In this series, we looked at what it means to be antifragile and whether or not 3D printing can make a business antifragile. However, can 3D printing be antifragile as a good or an industry?
Antifragility is a concept that suggests that a system can get through a crisis or chaos and become stronger when it ends. What doesn’t kill you basically makes you stronger.
Many industries are considered cyclical, with their performance depending on where we are in the business cycle. The classic example is the airline industry, where many customers will delay long flights and vacations when the economy is perceived as “bad”. This in turn leads the performance of airline stocks and the total number of flights to be correlated with sentiment about the economy and the economy itself.
Meanwhile, other stocks and businesses, such as debt collection, may actually do better in a downturn. At the level of goods and consumption choices, industries and goods are classified as elastic and inelastic. Elastic products show drastic changes in demand when factors such as prices change. The demand for inelastic goods is (partially) resistant to price changes and other factors.
Classic examples of inelastic goods are utilities or items like salt. The paragon example of elastic products are luxury items, such as handbags, in which purchases can easily be delayed or money can easily be diverted to other more necessary purchases.
Now we live in a strange time where a class of people is essentially diverse enough that their spending remains insulated from the roller coaster that is the business cycle. However, generally speaking, it can be said that there are cyclical stocks and industries and inelastic and elastic goods.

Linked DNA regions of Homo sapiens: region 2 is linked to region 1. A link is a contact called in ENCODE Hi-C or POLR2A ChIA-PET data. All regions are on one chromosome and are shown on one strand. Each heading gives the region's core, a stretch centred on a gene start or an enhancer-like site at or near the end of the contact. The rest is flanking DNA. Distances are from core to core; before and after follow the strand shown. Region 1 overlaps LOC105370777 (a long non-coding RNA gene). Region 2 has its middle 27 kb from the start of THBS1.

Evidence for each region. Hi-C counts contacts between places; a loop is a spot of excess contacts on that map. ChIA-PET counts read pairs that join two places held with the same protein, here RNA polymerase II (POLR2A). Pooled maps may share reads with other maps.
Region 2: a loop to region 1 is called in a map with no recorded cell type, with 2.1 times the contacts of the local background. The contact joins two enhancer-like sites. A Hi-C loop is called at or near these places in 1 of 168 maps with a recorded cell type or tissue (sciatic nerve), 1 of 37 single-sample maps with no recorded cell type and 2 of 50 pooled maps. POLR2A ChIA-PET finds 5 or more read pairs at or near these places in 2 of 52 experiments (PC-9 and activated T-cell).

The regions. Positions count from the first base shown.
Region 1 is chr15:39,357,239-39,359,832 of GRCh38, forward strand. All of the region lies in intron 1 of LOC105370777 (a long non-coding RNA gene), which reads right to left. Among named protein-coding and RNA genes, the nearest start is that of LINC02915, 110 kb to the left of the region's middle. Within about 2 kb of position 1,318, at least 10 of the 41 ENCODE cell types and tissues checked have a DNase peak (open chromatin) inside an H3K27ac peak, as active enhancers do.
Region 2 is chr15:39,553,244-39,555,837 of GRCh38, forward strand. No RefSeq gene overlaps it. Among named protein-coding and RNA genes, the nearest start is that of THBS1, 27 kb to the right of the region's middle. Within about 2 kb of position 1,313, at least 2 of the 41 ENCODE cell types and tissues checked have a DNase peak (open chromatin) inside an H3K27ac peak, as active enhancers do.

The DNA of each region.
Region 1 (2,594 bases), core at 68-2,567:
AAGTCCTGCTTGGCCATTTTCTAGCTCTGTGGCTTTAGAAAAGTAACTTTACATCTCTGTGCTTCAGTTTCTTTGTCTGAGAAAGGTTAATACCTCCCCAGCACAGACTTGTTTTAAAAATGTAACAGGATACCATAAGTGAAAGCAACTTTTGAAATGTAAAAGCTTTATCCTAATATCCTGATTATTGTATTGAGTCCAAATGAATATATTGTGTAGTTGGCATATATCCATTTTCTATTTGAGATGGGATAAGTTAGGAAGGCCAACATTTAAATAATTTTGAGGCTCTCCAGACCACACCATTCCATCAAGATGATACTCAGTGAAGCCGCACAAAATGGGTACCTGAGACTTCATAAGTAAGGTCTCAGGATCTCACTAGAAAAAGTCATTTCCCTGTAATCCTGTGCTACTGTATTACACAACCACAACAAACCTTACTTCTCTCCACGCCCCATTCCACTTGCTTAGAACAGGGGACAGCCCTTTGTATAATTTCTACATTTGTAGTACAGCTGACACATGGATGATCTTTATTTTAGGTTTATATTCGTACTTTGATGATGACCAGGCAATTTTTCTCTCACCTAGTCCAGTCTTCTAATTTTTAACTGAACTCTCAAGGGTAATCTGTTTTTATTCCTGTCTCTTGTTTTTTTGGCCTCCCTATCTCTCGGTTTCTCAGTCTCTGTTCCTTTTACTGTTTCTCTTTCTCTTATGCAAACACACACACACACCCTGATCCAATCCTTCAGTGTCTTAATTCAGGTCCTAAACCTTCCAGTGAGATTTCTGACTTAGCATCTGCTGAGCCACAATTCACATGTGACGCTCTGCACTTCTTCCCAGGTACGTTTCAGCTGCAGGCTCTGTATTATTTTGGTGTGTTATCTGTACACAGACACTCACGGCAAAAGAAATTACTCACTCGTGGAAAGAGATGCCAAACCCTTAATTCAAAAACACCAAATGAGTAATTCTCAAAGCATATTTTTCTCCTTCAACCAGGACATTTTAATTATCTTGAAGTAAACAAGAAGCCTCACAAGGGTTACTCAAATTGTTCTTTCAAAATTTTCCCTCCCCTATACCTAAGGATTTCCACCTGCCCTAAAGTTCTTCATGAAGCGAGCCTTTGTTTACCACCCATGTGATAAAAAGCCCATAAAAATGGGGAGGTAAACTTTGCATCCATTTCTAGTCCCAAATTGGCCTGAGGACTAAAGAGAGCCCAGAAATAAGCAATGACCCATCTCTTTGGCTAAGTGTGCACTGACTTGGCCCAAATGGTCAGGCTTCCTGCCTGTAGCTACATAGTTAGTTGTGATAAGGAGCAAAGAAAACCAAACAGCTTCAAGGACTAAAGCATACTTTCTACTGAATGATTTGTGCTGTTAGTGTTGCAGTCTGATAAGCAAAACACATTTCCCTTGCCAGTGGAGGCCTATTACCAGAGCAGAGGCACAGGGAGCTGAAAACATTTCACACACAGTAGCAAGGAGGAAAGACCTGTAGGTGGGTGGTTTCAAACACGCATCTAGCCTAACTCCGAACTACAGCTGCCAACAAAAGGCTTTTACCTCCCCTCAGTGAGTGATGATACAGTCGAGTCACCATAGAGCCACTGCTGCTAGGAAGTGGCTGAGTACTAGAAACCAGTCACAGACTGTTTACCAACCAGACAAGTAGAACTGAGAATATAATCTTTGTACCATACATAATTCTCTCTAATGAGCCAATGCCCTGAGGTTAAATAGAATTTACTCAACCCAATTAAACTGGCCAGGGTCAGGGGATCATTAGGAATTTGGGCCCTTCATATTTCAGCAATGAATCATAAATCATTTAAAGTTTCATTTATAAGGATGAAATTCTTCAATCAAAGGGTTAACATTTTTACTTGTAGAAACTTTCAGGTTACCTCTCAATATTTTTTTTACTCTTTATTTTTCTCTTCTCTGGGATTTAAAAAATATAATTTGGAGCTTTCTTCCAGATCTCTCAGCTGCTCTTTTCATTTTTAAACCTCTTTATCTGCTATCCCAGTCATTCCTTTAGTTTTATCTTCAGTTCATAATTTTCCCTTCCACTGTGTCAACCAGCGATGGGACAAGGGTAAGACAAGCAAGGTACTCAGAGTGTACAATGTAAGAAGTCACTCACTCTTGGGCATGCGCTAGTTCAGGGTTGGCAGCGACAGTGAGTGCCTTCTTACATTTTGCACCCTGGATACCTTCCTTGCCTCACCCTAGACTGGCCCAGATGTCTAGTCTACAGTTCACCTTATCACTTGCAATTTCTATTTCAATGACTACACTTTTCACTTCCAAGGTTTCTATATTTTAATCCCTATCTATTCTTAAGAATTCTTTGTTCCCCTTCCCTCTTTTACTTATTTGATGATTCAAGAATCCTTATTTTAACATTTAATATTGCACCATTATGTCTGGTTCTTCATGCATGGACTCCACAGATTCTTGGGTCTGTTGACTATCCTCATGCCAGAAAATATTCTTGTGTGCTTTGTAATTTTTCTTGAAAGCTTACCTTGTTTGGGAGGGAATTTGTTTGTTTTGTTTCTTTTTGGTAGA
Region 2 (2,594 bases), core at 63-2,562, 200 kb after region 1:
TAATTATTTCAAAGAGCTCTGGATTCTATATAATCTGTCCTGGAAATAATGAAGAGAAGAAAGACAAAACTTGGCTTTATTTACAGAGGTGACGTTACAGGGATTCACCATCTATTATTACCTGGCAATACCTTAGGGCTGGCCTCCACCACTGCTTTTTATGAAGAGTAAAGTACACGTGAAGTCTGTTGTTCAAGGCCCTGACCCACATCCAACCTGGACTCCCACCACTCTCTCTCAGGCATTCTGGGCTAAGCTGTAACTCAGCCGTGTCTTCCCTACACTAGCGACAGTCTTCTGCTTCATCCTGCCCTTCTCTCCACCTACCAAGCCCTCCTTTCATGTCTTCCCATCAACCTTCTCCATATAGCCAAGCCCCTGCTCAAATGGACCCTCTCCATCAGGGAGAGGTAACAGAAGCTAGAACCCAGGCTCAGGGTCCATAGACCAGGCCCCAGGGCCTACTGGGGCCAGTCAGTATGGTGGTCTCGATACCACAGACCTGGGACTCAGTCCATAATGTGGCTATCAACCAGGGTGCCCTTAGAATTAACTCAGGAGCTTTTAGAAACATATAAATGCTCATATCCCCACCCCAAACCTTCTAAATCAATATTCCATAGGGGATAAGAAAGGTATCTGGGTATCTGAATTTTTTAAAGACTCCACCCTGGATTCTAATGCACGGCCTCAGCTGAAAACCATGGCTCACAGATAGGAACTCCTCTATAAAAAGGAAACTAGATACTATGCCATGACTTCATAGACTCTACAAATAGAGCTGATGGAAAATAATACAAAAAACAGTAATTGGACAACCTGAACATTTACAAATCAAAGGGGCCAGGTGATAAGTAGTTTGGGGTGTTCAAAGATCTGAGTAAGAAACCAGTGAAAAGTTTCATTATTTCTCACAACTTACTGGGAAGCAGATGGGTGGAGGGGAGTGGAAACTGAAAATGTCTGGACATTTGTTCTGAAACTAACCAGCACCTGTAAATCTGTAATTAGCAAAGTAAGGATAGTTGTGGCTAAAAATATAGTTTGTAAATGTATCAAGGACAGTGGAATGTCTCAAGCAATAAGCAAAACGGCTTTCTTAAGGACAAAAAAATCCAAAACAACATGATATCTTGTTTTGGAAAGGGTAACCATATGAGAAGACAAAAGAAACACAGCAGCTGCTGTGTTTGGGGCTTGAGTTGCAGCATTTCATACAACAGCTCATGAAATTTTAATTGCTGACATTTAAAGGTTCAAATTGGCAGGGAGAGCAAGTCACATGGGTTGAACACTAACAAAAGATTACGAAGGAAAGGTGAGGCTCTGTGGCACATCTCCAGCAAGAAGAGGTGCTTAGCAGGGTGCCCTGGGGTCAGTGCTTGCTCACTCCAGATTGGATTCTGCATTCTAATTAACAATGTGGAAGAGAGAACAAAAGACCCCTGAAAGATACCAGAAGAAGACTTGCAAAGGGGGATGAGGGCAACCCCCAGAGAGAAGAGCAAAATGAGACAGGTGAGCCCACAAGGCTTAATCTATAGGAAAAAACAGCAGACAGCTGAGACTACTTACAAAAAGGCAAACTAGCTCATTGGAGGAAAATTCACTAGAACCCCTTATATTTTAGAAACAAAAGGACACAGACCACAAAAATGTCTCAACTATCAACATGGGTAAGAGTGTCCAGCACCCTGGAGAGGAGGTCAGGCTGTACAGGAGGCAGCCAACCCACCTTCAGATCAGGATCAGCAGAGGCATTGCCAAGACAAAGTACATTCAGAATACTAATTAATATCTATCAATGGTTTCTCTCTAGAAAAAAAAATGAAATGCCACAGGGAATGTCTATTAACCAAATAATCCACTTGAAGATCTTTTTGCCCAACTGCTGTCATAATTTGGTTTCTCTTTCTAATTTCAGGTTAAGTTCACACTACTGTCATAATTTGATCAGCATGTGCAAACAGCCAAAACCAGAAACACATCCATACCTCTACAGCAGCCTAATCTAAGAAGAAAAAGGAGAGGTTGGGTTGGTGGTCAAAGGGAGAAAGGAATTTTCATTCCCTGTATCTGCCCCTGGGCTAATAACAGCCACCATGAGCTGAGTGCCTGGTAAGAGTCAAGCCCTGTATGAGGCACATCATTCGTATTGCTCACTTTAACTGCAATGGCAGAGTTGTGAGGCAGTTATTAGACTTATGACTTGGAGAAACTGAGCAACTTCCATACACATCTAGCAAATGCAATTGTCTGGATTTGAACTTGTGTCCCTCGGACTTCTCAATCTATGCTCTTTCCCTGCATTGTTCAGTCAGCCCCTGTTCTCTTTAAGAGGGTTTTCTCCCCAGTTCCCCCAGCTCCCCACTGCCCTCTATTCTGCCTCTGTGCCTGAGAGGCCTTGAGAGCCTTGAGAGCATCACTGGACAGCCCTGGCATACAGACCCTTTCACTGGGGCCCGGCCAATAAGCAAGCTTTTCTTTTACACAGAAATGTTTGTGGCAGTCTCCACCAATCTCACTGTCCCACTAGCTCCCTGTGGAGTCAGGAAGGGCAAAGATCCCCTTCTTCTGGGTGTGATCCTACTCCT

Fickle consumers, fashion risk and substitutes
At the same time, we can also see that business performance is generally experiencing higher ups and downs than in the past. The world is more competitive. Trends spread faster and consumers are more fickle. Thus, we can see that there are a lot of fashion risks, in which companies are either much more popular than expected and are unable to meet demand, or they end up with large unsold inventory.
A pound of beef now rivals a pound of tofu and an ounce of mock beef, as well as a burger delivered to your door, a premium burger bar around the corner, and your Netflix subscription. There are many other substitutes and activities to divert our attention and spending to. We can be immediately satiated in many ways. Impulsively, in the next five minutes, I can buy a pizza, travel insurance, an umbrella, a pair of $400 Hogan sneakers, a $0.20 rubber duck, some artwork, or a $23,000 Compact Portable Bike by Hermès.
Asset Heavy or Guerrilla Trade
The spending options are limitless and the goods and activities are ready to satiate us ever more briefly. Inditex can design a new item and introduce it in one of its 2,000 Zara stores in less than 10 days. This company tracks demand closely and relies on this information and short supply lines to quickly deliver new variants or restock popular products. The company designs everything itself, runs much of its own logistics and supply chain software, and reduces fashion risk by being timely and fashionable. Meanwhile $10 billion retailer Shein has no stores. The company doesn’t design anything and just buys in bulk.